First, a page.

First of, two interesting pieces of information shared by Kevin and Brent over drinks in Vancouver:
– Average age of person living in Vancouver : 42
– Money spent in the Vancouver economy by each boat that docks in the city: 3 million dollars !
My fellow director Matt Shillito used to work in Vancouver’s City Planning Department and suggested that we should meet up with Kevin who is Assistant Director of Planning for Vancouver City and exchange notes.
That we did and the conversation was long and animated. In summary we learnt the following: The Vancouver City Planning Department is a highly skilled, well funded and proactive organisation. The public sector appears to be very much on the front foot and to have the controlling hand in the development process. They set clear parameters within which developers must operate and in return for the grant of planning or a rezoning permit developers are required to give up to 75 % of the uplift in land value to the City ( to pay for social and community infrastructure), where relevant to replace all existing public housing on a particular site, to deliver 20 per cent of all new housing as affordable, to deliver the public realm aspirations set by the City and to respond positively to the design advice given by the City.
The scale of development and the speed at which it is being delivered is impressive. On the previous day of our meeting Kevin had just finished a public hearing for a mixed waterfront development that will deliver two million sqft of floor space and a public benefit contribution of 320 million dollars and 20per cent affordable housing.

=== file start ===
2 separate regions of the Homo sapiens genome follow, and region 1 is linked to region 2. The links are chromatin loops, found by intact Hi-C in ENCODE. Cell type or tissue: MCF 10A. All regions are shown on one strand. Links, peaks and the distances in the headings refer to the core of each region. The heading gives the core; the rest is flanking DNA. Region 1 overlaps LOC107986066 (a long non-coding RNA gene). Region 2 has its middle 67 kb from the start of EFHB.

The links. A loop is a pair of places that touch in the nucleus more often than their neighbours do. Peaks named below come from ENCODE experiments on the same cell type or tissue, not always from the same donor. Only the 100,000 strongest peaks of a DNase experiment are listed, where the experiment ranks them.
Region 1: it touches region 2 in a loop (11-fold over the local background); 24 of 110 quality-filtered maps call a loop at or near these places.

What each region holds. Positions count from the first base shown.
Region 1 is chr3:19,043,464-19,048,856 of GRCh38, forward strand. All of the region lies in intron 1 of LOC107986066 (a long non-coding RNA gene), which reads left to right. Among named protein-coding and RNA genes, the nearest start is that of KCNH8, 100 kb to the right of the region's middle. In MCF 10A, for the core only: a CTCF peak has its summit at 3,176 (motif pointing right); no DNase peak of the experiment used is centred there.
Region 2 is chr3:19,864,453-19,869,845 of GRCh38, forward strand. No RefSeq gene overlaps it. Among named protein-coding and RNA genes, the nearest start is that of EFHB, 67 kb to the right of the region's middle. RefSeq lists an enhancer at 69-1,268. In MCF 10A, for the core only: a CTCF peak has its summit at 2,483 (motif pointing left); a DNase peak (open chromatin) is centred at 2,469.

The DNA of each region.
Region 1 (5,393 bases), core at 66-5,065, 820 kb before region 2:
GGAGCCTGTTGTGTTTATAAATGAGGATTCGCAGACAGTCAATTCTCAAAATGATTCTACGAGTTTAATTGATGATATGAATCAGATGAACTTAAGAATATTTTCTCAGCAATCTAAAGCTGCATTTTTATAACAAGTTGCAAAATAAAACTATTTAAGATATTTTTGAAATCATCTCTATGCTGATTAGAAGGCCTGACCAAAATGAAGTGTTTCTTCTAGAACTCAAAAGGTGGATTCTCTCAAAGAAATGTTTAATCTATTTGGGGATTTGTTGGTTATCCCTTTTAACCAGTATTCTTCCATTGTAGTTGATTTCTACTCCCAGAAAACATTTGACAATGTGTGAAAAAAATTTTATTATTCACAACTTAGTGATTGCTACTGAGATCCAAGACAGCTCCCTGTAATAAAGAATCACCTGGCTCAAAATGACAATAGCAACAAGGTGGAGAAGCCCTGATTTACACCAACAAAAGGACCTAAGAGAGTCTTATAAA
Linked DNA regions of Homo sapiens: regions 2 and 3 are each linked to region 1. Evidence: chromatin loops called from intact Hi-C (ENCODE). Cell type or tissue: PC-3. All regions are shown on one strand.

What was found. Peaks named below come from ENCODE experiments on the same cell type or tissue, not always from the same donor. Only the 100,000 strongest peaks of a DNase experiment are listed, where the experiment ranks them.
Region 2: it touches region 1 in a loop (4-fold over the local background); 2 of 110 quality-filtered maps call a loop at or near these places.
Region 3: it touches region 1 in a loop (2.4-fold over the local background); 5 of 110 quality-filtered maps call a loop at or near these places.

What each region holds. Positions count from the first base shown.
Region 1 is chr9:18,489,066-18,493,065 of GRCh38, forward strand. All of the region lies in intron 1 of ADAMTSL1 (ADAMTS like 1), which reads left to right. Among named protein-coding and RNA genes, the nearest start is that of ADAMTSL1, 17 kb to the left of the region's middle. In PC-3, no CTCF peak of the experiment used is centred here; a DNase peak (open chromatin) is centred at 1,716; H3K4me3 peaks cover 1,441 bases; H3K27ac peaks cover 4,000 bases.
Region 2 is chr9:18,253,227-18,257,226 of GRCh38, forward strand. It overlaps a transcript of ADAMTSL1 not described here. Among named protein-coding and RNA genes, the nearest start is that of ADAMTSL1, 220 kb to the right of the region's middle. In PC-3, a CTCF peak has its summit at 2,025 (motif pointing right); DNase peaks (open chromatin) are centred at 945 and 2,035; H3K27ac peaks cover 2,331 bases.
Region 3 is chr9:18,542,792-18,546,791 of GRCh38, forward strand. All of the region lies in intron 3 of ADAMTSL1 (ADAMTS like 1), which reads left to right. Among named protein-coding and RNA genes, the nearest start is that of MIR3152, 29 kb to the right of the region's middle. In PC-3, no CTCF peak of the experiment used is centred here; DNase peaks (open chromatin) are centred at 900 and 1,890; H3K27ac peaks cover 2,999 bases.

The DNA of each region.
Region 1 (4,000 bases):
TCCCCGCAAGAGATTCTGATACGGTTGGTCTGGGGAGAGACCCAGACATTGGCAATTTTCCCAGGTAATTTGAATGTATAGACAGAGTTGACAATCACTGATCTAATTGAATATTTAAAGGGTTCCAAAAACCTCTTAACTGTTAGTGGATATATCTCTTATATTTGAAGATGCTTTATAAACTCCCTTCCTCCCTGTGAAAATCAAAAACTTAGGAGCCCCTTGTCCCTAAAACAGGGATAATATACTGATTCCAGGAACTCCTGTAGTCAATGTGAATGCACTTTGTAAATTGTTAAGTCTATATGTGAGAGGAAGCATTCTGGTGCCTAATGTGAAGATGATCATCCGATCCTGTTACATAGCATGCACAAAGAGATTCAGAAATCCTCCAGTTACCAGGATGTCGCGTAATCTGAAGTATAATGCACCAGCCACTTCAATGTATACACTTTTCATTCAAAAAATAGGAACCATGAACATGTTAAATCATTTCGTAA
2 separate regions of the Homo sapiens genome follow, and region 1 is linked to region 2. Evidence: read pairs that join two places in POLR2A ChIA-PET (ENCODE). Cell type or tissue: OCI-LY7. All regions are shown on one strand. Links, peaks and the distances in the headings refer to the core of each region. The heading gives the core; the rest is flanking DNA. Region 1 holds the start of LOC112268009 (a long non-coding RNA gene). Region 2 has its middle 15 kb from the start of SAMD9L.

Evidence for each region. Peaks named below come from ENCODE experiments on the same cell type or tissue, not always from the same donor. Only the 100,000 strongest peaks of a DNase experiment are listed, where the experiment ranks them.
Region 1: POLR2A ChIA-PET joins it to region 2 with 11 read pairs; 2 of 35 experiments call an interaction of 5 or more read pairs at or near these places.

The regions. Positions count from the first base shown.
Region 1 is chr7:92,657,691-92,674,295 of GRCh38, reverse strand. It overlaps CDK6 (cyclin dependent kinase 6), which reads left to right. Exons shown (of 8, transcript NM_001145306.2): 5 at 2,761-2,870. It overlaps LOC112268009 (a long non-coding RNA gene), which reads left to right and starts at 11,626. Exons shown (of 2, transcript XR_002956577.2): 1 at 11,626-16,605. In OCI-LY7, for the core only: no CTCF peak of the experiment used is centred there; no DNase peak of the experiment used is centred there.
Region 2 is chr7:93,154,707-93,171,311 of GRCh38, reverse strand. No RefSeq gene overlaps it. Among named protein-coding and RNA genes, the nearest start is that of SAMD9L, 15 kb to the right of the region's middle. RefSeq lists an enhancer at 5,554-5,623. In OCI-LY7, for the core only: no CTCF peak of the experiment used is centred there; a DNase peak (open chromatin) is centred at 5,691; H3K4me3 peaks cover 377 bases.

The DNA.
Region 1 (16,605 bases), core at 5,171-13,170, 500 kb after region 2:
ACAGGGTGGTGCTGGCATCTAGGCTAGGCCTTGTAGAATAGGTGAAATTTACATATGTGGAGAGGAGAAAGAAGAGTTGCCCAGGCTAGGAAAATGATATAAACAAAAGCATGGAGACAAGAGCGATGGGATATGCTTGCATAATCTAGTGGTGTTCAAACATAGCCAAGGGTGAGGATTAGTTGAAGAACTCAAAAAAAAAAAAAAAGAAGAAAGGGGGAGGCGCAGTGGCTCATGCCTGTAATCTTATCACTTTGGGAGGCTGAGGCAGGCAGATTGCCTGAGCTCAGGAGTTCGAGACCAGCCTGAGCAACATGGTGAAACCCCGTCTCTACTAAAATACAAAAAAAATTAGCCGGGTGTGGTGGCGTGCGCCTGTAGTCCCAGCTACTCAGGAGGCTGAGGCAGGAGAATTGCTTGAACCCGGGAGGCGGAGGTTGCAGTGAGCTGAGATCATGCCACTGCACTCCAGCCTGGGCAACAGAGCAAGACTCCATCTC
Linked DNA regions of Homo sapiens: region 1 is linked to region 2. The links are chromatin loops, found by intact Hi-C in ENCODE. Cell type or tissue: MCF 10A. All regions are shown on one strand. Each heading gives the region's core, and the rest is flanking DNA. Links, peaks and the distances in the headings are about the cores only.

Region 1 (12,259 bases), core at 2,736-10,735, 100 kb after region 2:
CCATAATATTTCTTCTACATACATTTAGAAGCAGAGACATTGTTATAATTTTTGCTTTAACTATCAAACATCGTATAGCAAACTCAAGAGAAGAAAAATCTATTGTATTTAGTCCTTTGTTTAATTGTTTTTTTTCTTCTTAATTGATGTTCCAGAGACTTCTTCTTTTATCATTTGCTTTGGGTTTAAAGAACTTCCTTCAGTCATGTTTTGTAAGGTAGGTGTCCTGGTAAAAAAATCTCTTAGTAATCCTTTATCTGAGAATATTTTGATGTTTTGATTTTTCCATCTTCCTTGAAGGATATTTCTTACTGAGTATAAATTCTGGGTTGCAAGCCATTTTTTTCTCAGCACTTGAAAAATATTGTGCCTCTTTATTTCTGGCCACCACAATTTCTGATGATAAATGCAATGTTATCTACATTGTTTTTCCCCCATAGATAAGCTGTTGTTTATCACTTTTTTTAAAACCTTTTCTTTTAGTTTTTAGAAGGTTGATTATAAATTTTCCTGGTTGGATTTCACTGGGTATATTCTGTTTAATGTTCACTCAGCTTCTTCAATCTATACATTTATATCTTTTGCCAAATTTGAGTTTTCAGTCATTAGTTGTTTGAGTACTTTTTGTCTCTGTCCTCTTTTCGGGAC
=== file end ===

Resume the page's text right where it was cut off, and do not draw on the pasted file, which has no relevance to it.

Impressive yes and the levels of investment in this new wave of city development are vast, coming mainly from Asia . However that is it , much of the land being released is undeveloped land , which is either owned by the City or has been held by the few for long periods. They do not have the complexity or the history of landownership and redevelopment that exists in London and they have lots of space and hence the ability to plan and take control of the process is more feasible.
As Claire pointed out when she visited in 1983 Vancouver was a small town, far away from anywhere and with no shiny big towers. Thirty-five years later it is a very different place, capitalising on its many physical assets and proximity to Asia.
Having said all that what a fun and stimulating place to be a planner. Kevin’s positivity and passion for the City was great to see and we could learn much from how they do things.